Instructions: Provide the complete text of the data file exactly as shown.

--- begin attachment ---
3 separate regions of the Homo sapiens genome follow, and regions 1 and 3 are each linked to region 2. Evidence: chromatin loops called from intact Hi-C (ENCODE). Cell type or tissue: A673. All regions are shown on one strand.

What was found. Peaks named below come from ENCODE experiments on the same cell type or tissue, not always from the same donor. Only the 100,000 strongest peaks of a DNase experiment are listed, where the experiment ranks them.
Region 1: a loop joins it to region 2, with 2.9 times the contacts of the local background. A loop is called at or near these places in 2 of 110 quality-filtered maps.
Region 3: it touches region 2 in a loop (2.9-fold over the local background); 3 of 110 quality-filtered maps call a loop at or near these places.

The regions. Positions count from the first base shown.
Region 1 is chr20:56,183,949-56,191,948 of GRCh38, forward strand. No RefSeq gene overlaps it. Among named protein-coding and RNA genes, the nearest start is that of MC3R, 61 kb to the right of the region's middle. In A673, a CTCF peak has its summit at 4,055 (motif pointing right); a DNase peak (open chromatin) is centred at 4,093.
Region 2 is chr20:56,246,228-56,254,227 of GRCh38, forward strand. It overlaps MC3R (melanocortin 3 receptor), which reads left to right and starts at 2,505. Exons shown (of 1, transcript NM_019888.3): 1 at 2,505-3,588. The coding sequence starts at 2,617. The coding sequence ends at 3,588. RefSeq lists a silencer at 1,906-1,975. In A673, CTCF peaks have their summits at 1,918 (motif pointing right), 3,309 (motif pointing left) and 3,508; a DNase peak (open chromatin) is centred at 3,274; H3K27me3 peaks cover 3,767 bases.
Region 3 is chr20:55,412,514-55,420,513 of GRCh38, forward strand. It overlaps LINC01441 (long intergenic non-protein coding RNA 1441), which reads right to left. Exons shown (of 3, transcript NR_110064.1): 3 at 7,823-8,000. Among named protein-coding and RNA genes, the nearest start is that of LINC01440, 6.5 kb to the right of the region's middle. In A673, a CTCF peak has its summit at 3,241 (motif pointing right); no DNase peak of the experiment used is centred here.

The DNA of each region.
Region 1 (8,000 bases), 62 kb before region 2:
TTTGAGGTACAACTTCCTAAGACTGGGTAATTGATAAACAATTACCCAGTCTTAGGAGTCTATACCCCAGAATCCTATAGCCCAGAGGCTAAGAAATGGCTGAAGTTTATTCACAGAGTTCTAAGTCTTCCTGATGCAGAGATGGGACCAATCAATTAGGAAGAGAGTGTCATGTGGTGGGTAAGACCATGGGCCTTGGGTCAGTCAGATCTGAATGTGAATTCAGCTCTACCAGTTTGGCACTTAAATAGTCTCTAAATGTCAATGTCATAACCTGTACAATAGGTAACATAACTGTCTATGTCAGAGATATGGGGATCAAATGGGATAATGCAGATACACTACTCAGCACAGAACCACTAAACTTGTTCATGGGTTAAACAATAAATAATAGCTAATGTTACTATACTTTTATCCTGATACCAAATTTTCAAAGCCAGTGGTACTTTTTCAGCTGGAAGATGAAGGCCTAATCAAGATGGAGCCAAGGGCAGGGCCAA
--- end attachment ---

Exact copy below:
3 separate regions of the Homo sapiens genome follow, and regions 1 and 3 are each linked to region 2. Evidence: chromatin loops called from intact Hi-C (ENCODE). Cell type or tissue: A673. All regions are shown on one strand.

What was found. Peaks named below come from ENCODE experiments on the same cell type or tissue, not always from the same donor. Only the 100,000 strongest peaks of a DNase experiment are listed, where the experiment ranks them.
Region 1: a loop joins it to region 2, with 2.9 times the contacts of the local background. A loop is called at or near these places in 2 of 110 quality-filtered maps.
Region 3: it touches region 2 in a loop (2.9-fold over the local background); 3 of 110 quality-filtered maps call a loop at or near these places.

The regions. Positions count from the first base shown.
Region 1 is chr20:56,183,949-56,191,948 of GRCh38, forward strand. No RefSeq gene overlaps it. Among named protein-coding and RNA genes, the nearest start is that of MC3R, 61 kb to the right of the region's middle. In A673, a CTCF peak has its summit at 4,055 (motif pointing right); a DNase peak (open chromatin) is centred at 4,093.
Region 2 is chr20:56,246,228-56,254,227 of GRCh38, forward strand. It overlaps MC3R (melanocortin 3 receptor), which reads left to right and starts at 2,505. Exons shown (of 1, transcript NM_019888.3): 1 at 2,505-3,588. The coding sequence starts at 2,617. The coding sequence ends at 3,588. RefSeq lists a silencer at 1,906-1,975. In A673, CTCF peaks have their summits at 1,918 (motif pointing right), 3,309 (motif pointing left) and 3,508; a DNase peak (open chromatin) is centred at 3,274; H3K27me3 peaks cover 3,767 bases.
Region 3 is chr20:55,412,514-55,420,513 of GRCh38, forward strand. It overlaps LINC01441 (long intergenic non-protein coding RNA 1441), which reads right to left. Exons shown (of 3, transcript NR_110064.1): 3 at 7,823-8,000. Among named protein-coding and RNA genes, the nearest start is that of LINC01440, 6.5 kb to the right of the region's middle. In A673, a CTCF peak has its summit at 3,241 (motif pointing right); no DNase peak of the experiment used is centred here.

The DNA of each region.
Region 1 (8,000 bases), 62 kb before region 2:
TTTGAGGTACAACTTCCTAAGACTGGGTAATTGATAAACAATTACCCAGTCTTAGGAGTCTATACCCCAGAATCCTATAGCCCAGAGGCTAAGAAATGGCTGAAGTTTATTCACAGAGTTCTAAGTCTTCCTGATGCAGAGATGGGACCAATCAATTAGGAAGAGAGTGTCATGTGGTGGGTAAGACCATGGGCCTTGGGTCAGTCAGATCTGAATGTGAATTCAGCTCTACCAGTTTGGCACTTAAATAGTCTCTAAATGTCAATGTCATAACCTGTACAATAGGTAACATAACTGTCTATGTCAGAGATATGGGGATCAAATGGGATAATGCAGATACACTACTCAGCACAGAACCACTAAACTTGTTCATGGGTTAAACAATAAATAATAGCTAATGTTACTATACTTTTATCCTGATACCAAATTTTCAAAGCCAGTGGTACTTTTTCAGCTGGAAGATGAAGGCCTAATCAAGATGGAGCCAAGGGCAGGGCCAA